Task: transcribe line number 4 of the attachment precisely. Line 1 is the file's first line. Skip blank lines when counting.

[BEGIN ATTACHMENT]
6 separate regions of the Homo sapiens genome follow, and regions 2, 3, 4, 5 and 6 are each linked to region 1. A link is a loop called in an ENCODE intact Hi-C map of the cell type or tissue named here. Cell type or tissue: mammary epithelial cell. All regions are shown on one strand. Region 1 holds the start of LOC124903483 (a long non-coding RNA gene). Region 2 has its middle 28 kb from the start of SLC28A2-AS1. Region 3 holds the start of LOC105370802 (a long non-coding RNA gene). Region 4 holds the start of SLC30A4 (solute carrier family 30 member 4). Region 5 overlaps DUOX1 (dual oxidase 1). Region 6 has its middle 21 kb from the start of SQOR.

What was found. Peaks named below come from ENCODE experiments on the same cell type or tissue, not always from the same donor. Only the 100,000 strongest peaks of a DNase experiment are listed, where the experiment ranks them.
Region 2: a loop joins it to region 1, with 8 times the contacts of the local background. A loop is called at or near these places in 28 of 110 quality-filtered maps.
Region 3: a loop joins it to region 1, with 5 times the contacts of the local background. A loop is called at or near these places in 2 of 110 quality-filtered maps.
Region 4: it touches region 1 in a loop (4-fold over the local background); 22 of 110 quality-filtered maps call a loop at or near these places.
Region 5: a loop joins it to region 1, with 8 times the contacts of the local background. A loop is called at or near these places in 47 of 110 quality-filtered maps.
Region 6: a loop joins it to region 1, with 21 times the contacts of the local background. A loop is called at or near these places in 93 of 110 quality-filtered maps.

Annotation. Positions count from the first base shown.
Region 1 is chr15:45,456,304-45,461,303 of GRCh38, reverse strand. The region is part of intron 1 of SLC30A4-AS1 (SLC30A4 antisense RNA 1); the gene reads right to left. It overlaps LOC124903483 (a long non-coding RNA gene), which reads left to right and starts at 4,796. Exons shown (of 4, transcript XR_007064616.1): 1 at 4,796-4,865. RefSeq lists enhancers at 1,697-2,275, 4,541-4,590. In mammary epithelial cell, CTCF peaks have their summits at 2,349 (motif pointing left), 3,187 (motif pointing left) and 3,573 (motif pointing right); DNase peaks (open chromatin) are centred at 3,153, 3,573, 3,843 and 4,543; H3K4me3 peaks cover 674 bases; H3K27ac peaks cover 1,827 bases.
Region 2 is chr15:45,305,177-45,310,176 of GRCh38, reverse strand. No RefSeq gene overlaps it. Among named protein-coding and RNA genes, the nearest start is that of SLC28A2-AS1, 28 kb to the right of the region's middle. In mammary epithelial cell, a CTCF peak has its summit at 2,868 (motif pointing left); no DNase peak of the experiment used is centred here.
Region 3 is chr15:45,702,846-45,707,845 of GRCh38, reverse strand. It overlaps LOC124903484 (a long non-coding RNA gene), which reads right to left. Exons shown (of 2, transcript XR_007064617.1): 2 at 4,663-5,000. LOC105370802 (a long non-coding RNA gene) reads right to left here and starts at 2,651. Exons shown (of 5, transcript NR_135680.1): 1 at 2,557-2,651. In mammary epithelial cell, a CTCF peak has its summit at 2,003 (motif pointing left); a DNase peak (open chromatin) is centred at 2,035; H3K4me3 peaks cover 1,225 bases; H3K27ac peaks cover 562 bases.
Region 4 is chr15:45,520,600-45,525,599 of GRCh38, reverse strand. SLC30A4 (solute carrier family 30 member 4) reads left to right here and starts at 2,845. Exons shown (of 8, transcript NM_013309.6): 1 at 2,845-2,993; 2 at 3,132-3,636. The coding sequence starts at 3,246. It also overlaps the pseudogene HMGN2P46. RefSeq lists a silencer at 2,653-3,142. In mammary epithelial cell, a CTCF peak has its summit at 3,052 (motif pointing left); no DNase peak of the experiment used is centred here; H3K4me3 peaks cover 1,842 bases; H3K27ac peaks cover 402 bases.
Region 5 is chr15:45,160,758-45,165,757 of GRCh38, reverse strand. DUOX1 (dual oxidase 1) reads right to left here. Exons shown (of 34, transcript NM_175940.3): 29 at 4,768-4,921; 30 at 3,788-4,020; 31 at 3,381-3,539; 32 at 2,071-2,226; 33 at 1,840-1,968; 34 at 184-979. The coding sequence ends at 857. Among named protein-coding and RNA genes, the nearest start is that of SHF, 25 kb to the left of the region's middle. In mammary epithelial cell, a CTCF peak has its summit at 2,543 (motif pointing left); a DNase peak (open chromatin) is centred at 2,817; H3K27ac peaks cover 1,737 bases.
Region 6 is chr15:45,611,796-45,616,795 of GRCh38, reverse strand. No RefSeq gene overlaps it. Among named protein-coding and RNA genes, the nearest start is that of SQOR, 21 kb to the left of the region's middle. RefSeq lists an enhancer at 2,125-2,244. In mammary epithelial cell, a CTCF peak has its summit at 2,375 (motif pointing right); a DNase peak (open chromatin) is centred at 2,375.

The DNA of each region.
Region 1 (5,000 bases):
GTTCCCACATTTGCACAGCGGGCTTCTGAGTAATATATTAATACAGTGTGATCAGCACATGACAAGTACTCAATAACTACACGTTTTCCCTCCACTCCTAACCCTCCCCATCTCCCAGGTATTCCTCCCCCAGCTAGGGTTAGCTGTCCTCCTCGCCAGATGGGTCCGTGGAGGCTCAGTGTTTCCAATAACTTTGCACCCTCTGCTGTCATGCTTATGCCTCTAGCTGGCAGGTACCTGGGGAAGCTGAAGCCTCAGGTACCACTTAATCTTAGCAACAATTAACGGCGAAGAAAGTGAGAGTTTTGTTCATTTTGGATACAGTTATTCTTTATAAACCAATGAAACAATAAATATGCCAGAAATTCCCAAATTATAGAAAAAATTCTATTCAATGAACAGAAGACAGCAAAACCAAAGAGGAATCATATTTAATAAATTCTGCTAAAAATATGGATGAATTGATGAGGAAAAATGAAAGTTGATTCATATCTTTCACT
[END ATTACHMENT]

Region 3: a loop joins it to region 1, with 5 times the contacts of the local background. A loop is called at or near these places in 2 of 110 quality-filtered maps.